Happy homes and stable society. Otto-Iivari Meurman and omakoti in interwar Finland
Abstract:The focus of the article is on small single-family houses (omakoti) and their status and significance in interwar Finnish urban planning and the social situation at the time. The idea of omakoti, its international points of contact and practical implementation are viewed through the work of the architect Otto-Iivari Meurman (1890-1994) as a planner of small Finnish towns. Meurman graduated on the eve of the First World War in 1914. After assisting in the office of Eliel Saarinen, Meurman worked as the town planning architect of Viipuri from 1918 to 1937. Later he became the first professor of town planning in the Nordic countries and maybe the most influential planner in twentieth-century Finland. The newly independent Finland experienced a traumatic Civil War in 1918. The article shows how after the war single-family houses and home-ownership were regarded as bearers of social stability and as signs of loyal citizens in the Finnish housing discussion. For Meurman, residential areas were central to the development of society. A nuclear family with children living in a single-family house surrounded by a garden was the normative unit of society for Meurman. His work as a planner gives an opportunity to outline how omakoti became a symbol of the good life and stable society in interwar Finland. Finnish architects sought housing models from Sweden, Germany and the UK. The importance for Meurman of Garden City ideas lay in their flexibility to be used as a way of promoting single-family housing.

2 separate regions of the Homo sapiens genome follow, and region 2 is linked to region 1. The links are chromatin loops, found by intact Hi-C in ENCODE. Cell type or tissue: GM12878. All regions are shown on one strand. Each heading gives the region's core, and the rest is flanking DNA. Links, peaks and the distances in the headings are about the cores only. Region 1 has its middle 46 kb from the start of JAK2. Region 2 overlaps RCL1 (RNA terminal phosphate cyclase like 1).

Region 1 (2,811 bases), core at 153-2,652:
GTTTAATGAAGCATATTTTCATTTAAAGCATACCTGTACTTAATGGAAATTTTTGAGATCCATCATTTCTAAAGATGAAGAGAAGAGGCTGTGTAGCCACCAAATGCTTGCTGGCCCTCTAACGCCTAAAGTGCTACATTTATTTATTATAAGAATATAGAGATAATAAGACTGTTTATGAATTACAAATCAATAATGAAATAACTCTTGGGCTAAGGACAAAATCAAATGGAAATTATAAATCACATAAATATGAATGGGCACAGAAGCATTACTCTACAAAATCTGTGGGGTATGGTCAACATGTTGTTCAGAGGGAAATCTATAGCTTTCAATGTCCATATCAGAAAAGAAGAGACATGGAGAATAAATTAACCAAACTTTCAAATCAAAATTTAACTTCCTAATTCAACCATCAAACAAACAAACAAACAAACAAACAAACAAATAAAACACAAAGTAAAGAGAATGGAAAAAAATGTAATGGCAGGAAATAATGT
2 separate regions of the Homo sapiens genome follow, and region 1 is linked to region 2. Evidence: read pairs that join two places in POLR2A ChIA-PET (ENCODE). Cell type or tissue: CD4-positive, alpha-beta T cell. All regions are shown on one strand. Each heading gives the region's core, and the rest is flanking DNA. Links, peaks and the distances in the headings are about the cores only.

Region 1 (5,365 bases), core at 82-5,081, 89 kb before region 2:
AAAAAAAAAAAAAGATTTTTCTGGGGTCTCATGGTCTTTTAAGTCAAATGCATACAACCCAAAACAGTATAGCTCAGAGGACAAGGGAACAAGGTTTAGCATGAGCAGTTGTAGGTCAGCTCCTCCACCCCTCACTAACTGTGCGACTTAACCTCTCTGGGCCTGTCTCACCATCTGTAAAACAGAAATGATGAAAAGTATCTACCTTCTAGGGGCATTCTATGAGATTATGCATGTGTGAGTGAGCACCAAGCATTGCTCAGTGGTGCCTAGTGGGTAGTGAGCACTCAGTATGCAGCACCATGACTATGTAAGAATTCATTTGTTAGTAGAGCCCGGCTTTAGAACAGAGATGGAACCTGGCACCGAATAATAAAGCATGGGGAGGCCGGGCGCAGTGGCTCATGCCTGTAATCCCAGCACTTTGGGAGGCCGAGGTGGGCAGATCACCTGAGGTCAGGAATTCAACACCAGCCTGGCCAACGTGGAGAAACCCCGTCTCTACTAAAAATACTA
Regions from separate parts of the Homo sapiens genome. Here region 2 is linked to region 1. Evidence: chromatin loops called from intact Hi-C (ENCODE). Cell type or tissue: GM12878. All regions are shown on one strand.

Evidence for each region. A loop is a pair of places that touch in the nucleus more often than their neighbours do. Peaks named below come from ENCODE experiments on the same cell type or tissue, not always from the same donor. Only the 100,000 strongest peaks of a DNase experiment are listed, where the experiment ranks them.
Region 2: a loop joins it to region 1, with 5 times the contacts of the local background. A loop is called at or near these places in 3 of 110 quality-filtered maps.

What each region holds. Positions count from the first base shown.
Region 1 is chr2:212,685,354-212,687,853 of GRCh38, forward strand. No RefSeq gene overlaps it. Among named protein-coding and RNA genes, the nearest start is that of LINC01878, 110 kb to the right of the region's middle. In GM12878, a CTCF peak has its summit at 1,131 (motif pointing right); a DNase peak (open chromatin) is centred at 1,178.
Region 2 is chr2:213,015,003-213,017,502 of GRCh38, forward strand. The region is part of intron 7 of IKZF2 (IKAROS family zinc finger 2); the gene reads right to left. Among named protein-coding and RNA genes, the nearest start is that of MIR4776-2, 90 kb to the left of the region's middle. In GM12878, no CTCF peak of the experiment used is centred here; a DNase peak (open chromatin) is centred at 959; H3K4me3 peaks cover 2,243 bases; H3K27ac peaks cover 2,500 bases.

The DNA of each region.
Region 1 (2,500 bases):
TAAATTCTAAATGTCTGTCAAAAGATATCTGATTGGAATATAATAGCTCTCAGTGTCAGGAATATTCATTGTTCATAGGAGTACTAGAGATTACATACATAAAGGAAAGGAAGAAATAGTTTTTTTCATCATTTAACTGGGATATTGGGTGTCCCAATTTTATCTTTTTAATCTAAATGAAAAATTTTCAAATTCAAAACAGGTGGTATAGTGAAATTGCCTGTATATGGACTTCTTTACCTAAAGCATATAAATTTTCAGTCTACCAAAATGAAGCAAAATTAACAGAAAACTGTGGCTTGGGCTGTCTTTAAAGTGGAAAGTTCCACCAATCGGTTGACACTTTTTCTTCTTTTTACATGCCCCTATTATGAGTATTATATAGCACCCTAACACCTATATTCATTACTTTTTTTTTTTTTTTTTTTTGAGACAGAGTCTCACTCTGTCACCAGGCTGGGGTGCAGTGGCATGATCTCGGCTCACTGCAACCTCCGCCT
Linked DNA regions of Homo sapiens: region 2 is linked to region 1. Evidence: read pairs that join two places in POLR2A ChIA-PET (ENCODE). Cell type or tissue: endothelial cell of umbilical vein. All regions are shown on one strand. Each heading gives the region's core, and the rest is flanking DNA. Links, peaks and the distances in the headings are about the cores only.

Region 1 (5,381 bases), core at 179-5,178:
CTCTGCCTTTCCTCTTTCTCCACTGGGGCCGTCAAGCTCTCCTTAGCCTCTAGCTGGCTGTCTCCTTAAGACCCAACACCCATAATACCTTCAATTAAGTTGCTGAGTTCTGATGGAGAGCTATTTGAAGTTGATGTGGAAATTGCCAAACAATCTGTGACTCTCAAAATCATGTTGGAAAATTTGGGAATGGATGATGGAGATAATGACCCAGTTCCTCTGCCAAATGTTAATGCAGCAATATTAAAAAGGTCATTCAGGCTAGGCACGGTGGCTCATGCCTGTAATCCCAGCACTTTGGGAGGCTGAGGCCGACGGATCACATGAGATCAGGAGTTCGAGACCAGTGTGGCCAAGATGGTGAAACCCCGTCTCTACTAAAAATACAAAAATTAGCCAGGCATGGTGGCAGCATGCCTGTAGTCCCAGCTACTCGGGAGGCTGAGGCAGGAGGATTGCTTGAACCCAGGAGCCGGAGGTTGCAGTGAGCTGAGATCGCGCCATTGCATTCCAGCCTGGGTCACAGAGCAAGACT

Document Type: Research Article
Affiliations: National Board of Antiquities, FI-00101, Helsinki, Finland
Publication date: October 1, 2007